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A Poem is a Letter Opener

and it is the letter that is answered

or not answered, held first by the uncle

who sorted it on his graveyard shift

in the postal service warehouse,

after which it became the postman

going from box to box, each box

a particular face like a dog’s, the dog

that is also a poem, its eyes dark

like the water in a well, its fur smelling

like grass that is also a poem, green

and exclamatory in spring, later

turning the color of rubber-bands,

which are also poems, holding

together the pencils, the tip-money,

the small stone in the sling-shot right

before it takes flight, the stone that

looks like a tiny skull, granite like death,

a piece of the night left in the middle

of the day, which is also a poem,

starting with its whisper campaign

of morning light, the light touching

the clean sidewalk, the light touching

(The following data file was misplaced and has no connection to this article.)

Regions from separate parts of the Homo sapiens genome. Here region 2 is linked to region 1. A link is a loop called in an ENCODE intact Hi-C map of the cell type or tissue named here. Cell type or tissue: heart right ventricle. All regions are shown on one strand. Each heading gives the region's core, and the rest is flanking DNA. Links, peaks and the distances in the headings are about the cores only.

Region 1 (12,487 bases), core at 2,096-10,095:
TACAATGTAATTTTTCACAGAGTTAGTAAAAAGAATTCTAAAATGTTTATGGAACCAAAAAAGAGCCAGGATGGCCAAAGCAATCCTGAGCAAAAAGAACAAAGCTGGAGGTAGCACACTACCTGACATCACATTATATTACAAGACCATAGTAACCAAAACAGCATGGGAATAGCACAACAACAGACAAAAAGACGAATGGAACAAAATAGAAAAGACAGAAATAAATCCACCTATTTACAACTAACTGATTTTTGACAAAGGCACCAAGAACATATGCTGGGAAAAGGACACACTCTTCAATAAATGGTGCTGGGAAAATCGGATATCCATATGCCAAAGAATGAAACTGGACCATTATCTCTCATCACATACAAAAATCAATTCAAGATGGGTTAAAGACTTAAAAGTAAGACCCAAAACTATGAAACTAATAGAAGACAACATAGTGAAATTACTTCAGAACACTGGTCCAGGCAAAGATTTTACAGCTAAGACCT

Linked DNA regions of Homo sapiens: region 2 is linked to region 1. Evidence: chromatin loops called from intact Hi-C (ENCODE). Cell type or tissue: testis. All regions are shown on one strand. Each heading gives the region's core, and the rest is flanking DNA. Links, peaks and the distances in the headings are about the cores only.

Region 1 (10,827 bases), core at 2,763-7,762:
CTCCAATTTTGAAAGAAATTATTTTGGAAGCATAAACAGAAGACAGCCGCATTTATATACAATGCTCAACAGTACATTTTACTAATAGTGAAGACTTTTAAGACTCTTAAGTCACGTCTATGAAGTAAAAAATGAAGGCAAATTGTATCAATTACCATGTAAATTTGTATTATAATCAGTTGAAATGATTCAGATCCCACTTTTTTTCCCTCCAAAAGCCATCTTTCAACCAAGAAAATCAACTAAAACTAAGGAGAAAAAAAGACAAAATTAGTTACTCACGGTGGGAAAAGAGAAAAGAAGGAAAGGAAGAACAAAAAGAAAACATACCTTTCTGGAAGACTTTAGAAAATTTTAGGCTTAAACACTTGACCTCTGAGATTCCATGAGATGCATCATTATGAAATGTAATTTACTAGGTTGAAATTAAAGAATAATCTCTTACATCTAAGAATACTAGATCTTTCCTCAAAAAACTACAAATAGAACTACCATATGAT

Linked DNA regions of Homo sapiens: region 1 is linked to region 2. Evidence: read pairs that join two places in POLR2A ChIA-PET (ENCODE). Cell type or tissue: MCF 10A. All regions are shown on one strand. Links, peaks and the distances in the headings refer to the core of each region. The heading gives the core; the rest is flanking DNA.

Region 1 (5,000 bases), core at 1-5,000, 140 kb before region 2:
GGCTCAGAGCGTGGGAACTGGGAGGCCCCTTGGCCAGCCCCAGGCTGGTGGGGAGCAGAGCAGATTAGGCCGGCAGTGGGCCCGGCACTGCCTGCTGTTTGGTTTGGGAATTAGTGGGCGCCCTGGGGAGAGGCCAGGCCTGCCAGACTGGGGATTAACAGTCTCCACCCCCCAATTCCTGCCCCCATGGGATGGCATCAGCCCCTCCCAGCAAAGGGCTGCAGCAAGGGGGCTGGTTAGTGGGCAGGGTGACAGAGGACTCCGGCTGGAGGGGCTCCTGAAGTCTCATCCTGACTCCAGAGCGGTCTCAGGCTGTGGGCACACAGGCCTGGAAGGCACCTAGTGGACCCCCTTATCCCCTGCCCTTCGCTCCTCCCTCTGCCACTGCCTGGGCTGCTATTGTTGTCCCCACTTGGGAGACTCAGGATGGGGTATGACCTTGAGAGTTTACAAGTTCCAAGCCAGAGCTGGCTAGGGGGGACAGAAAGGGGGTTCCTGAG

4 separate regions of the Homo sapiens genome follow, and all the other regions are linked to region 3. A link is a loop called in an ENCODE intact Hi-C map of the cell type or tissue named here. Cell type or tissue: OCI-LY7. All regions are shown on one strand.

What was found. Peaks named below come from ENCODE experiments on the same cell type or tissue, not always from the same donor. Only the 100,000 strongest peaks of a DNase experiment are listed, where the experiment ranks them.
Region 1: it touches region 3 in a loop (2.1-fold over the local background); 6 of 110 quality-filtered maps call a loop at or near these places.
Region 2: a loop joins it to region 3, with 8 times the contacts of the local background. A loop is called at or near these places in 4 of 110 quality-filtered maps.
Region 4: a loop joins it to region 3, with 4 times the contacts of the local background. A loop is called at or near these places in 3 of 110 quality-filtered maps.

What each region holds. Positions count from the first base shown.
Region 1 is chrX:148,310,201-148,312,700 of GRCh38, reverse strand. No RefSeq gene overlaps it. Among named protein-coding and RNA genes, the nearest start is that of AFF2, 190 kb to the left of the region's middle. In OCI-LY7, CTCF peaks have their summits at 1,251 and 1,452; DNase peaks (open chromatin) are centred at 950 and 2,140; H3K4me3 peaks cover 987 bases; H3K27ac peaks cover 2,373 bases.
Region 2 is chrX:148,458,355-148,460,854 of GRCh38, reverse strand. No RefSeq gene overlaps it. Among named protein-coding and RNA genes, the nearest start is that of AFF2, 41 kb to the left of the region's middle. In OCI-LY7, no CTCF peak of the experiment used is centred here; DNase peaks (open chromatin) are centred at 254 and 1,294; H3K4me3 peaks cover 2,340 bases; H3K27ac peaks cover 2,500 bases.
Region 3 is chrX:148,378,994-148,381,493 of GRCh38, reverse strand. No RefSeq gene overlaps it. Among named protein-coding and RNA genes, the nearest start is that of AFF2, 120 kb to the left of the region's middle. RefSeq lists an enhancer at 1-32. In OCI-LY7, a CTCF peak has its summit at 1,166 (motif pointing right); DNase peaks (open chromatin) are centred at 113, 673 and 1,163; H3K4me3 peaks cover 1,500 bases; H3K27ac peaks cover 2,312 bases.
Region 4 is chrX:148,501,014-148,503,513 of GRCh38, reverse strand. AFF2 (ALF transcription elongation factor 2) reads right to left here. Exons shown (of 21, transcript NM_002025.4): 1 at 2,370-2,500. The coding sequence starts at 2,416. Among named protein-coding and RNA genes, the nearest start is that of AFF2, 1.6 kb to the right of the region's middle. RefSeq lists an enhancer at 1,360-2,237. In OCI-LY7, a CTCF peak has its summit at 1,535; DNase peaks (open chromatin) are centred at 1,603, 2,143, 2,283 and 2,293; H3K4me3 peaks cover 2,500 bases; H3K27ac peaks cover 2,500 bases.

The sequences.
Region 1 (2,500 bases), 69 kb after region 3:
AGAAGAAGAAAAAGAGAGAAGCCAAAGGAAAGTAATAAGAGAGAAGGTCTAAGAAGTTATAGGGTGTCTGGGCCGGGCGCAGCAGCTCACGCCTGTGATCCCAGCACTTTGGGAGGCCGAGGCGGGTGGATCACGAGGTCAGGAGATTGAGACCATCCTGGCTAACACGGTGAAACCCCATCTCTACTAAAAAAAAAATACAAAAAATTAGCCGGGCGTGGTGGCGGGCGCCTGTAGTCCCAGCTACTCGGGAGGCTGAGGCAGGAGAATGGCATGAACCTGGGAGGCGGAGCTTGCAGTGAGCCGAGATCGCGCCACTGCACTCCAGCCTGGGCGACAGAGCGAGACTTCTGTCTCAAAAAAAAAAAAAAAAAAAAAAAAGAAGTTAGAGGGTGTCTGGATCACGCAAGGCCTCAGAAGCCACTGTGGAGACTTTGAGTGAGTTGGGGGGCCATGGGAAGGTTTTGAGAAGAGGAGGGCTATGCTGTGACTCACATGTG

the sign in the window that says

“No Crying Allowed In This Shop,”

the sign itself a poem, like the dusk

that comes like a cowl around us,

to the sick uncle, to the thieving uncle,

to the uncle who sleeps in the day,

his sleep careful as a tea ceremony

or a poem, a poem that is old and full

of days, a poem like an old china

plate that is the color of time, the dusk

having its supper of fog and people

walking through the fog, the fallen

leaves in the parks like strewn credit

cards, which are also poems, like

the typewriter writing the letter

one little tooth at a time, one love at

a time, in our city of paper and crows.

from Poetry Northwest WEBMore by Rick Barot from the library

Copyright © Rick Barot
Used with the permission of the author
on behalf of Poetry Northwest.

Published in Poems Rick Barot

This program is supported in part by a grant from the Idaho Humanities Council, a State-based program of the National Endowment for the Humanities.

Any views, findings, conclusions, or recommendations expressed in this (publication, website, exhibit, etc.) do not necessarily represent those of the Idaho Humanities Council or the National Endowment for the Humanities.